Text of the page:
We begin assessing acquisition value by adjusting for liabilities that would make an acquisition more expensive than accounting numbers suggest. For CARB, these liabilities equal 7% of market cap:
- $24 million in off-balance-sheet operating leases
- $15 million in outstanding stock options.
After adjusting for hidden liabilities, and baking in meaningful revenue growth and margin synergies, CARB is worth less than its current share price even in the most optimistic scenario. As shown below, an acquisition of CARB above the current price is possible only if the acquirer is willing to destroy shareholder value.
Figure 5 assumes an acquirer’s ROIC hurdle in an acquisition of CARB is equal to the software sector’s 6% weighted average cost of capital (WACC). Even if an acquirer can grow CARB’s revenue 20% compounded annually and operate at a 5% NOPAT margin over the next five years, the stock is currently overvalued by 18%. Any deal that only achieves a 6% ROIC would likely be value neutral and not accretive given the software sector’s average WACC of 6%.
Figure 4: Implied Acquisition Prices to Achieve 6% ROIC
Sources: New Constructs, LLC and company filings.
Figure 5 assumes an acquirer’s ROIC hurdle in an acquisition of CARB is 8%, or the software sector’s WAAC plus a 2% economic profit margin. An acquisition of CARB at these prices could be accretive to a firm with a 6% WACC, assuming the revenue and margin synergies come to pass. Even in the best-case scenario, an acquirer would destroy $240 million in shareholder value purchasing CARB at its current valuation. The most an acquirer should pay for CARB is $11/share (41% downside).
Figure 5: Implied Acquisition Prices to Achieve 8% ROIC
Sources: New Constructs, LLC and company filings.
CARB Offers Minimal Shareholder Yield
CARB does not pay a cash dividend. The company does have a repurchase authorization in place through May 2018 with $5.2 million of the original $30 million authorization remaining. No shares were repurchased in 2Q17 following the repurchase of 767,000 shares for $15 million in 1Q17. At the current price of $19/share, the remaining authorization amounts to 1% of outstanding shares and a 1% potential shareholder yield.
While heavy 1Q17 repurchase activity appeared to lift the stock, going forward CARB offers little of the downside protection that a solid shareholder yield can provide. Given the level of risk we see in the valuation and forward expectations, this protection could be sorely missed.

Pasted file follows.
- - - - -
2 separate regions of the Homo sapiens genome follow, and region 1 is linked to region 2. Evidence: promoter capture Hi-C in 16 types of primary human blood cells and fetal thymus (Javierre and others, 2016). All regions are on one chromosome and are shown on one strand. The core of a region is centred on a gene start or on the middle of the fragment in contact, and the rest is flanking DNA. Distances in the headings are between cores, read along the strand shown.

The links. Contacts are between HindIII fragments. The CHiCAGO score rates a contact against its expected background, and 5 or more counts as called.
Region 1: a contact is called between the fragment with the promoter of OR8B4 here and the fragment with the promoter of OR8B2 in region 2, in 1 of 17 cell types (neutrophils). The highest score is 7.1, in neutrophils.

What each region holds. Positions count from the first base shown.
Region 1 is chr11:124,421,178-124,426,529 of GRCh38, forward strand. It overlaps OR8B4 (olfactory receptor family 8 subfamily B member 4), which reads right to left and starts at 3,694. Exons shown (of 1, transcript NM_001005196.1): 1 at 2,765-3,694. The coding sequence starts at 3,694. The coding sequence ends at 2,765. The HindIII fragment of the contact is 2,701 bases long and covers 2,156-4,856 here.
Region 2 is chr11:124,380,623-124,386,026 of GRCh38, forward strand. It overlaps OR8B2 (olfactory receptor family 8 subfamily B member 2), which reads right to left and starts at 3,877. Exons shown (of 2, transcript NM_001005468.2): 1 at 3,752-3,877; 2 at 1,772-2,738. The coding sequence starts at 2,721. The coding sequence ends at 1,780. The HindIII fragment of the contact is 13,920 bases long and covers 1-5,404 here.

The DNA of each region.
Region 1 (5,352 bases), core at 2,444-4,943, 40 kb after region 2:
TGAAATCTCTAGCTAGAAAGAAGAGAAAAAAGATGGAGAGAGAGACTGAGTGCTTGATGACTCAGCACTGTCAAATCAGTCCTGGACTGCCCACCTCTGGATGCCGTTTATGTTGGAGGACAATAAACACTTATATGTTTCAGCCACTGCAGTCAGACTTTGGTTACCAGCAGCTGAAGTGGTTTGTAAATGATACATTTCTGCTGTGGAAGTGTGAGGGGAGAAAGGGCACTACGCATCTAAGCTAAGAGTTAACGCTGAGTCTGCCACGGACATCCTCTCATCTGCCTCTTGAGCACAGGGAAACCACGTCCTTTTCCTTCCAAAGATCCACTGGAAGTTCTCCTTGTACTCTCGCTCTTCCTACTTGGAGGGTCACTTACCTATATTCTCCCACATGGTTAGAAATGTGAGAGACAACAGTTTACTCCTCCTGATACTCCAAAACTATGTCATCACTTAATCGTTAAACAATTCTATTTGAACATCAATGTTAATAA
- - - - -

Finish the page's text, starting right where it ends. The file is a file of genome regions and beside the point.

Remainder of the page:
Insider Trading and Short Interest
Insiders own 16% of outstanding shares. Insider activity has been universally on the sell side over the past year. The last significant insider buying occurred in early 2016 when the stock was trading at $6-$7/share. Short interest is currently 2.9 million shares, equating to 13% of the float and 7 days to cover. The number of shares sold short has increased significantly from 1.2 million shares at year end and 320,000 shares a year ago.
Footnotes Adjustments and Forensic Accounting
Our Robo-Analyst technology enables us to perform forensic accounting with scale and provide the research needed to fulfill fiduciary duties. In order to derive the true recurring cash flows, an accurate invested capital, and an accurate shareholder value, we made the following adjustments to Carbonite’s 2016 10-K:
Income Statement: we made $10 million of adjustments with a net effect of removing $9 in non-operating expense (4% of revenue). We removed $9 million related to non-operating expenses and $1 million related to non-operating income. See all the adjustments made to CARB’s income statement here.
Balance Sheet: we made $89 million of adjustments to calculate invested capital with a net decrease of $19 million. The most notable adjustment was $24 million (73% of reported net assets) related to off-balance sheet operating leases. See all adjustments to CARB’s balance sheet here.
Valuation: we made $262 million of adjustments with a net effect of decreasing shareholder value by $34 million. We made $148 million of decrease adjustments for total debt and outstanding options which were partially offset by a $114 million increase adjustment for excess cash. The -$34 million net valuation adjustment represents 6% of CARB’s market cap.
Unattractive Funds That Hold CARB
The following funds receive our Dangerous-or-worse rating and allocate significantly to CARB.
- Riley Diversified Equity Fund (BRDZX) – 4% allocation and Very Unattractive rating.
- Saratoga Small Capitalization Portfolio (SSCCX) – 2% allocation and Unattractive rating.
This article originally published on August 29, 2017.
Disclosure: David Trainer, Kenneth James, and Kyle Guske II receive no compensation to write about any specific stock, style, or theme.
Article by Kenneth James, New Contructs